The chairman of the legislative oversight committee that received the latest damning report involving executive malfeasance at the South Carolina Department of Public Safety (SCDPS) isn’t done questioning the agency’s embattled leader.
Weston Newton – who chairs the S.C. House legislative oversight committee – told us this morning that his panel is in the process of scheduling another hearing to “specifically question the agency” and its embattled leader, Leroy Smith. According to Newton, Smith and his staff will be summoned before committee members a second time to answer questions regarding a prior report issued by the panel as well as the findings of a “limited” inquiry conducted by the S.C. Office of Inspector General (SCOIG).
What did the report reveal? An agency with abysmal morale that is unable to retain troopers within the S.C. Highway Patrol (SCHP) – the division of SCDPS responsible for enforcing South Carolina’s traffic laws.
This retention problem has led to chronic shortages within the SCHP – which are materially impacting public safety.
Smith is hoping to rectify this problem (in the short-term, anyway) by rushing unprepared trainees into service.
We oppose that plan. Simply put, we believe it to be an ill-advised shortcut that will not only fail to address the SCHP’s long-term retention problem but also place the public (and troopers and trainees) at risk.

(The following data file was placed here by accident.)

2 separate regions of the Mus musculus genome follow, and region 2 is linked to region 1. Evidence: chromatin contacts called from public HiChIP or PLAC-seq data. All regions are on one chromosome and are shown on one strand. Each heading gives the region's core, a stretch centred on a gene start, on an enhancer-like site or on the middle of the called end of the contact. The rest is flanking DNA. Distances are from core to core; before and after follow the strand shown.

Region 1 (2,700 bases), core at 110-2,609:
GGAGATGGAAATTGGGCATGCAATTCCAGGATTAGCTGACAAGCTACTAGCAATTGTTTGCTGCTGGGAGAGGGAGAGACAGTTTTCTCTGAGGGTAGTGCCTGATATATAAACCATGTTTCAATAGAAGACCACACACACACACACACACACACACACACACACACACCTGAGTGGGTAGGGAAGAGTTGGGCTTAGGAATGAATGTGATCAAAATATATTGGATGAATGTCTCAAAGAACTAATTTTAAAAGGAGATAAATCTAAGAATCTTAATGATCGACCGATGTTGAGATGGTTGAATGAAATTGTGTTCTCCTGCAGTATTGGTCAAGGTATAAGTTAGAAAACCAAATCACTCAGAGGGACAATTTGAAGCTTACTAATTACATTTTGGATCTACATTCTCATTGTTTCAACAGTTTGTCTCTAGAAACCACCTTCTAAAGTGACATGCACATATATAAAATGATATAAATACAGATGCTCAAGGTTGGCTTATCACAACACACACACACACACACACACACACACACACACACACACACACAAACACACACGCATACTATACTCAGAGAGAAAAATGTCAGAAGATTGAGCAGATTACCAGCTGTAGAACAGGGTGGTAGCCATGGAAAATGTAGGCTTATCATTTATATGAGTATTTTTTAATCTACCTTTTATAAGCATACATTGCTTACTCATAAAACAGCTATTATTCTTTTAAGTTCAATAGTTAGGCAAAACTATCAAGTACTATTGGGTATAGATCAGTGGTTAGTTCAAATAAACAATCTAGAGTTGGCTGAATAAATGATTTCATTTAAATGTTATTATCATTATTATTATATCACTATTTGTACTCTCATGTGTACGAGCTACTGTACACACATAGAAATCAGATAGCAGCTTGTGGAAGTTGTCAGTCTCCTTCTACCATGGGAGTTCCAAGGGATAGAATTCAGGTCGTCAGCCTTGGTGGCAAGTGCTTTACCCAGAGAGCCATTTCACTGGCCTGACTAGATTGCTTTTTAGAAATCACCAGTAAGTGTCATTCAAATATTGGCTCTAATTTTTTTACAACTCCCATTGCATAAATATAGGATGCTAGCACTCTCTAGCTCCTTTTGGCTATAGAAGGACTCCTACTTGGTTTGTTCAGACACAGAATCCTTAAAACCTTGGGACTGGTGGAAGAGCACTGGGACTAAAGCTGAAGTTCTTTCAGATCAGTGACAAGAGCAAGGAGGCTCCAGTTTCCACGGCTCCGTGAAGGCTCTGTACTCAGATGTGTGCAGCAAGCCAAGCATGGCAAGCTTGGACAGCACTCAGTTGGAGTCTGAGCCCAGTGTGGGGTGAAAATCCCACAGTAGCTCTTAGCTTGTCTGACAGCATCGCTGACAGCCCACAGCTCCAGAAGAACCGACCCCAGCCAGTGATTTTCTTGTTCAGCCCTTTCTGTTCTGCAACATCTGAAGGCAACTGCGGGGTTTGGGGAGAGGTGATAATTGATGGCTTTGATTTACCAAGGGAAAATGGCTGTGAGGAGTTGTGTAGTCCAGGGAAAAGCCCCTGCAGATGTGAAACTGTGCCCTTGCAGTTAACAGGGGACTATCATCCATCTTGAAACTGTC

During testimony before the oversight committee this week, Smith (below) – who previously blew off this panel – denied there was a morale issue at his agency.
(Click to view)
Newton rebuked that assessment, telling us that the SCHP’s low morale was “very real despite the agency head’s protestations.”
Committee member Katie Arrington was even more blunt, saying Smith’s denial frustrated her and other committee members “beyond words.” Not only that Arrington – who helped draft the original oversight report exposing deep, systemic problems at SCDPS – argued that the SCOIG report may have painted a rosier picture of the agency’s retention problems by including non-sworn officers in its calculations.
“It is much worse I suspect,” she told us.
As for the chronic morale problems at the agency, Arrington said Smith offered nothing of substance to dispute the SCOIG’s finding that 58 percent of SCDPS employees who participated in its survey said morale at the agency was “poor.”
“He says perception isn’t reality with the report but then he claims his perception is right,” Arrington said, incredulously.
“Regardless of what the report says or does not say the bottom line is that our troopers deserve better,” he told us.
Mandy Powers Norrell, a ranking Democratic lawmaker on the committee, agreed.
“The thing that bothered me most was the high rate at which employees stated that morale was low and that they feared retaliation from leadership,” she told us. “The director dismissed those responses as ‘just their opinions.’ I had been in his corner, and voted against attempts to oust him, but his defiant attitude toward the inspector general’s report and his employees’ survey responses, was very concerning.”
Smith’s “leadership” of this agency has been under fire all year. Members of the S.C. General Assembly have already gone on record calling for his resignation – which this news site has seconded.
Smith was hired by former governor Nikki Haley in 2012 (against our advice). In addition to the retention and morale issues discussed above, his tenure in office has been marred by soaring traffic fatalities, “reverse” racism allegations and attempted cover-ups involving lawmakers’ attempts to hold the agency accountable.
Bottom line? He never should have been hired in the first place … and every day he remains on the job endangers public safety in the Palmetto State and the troopers under his “command.”
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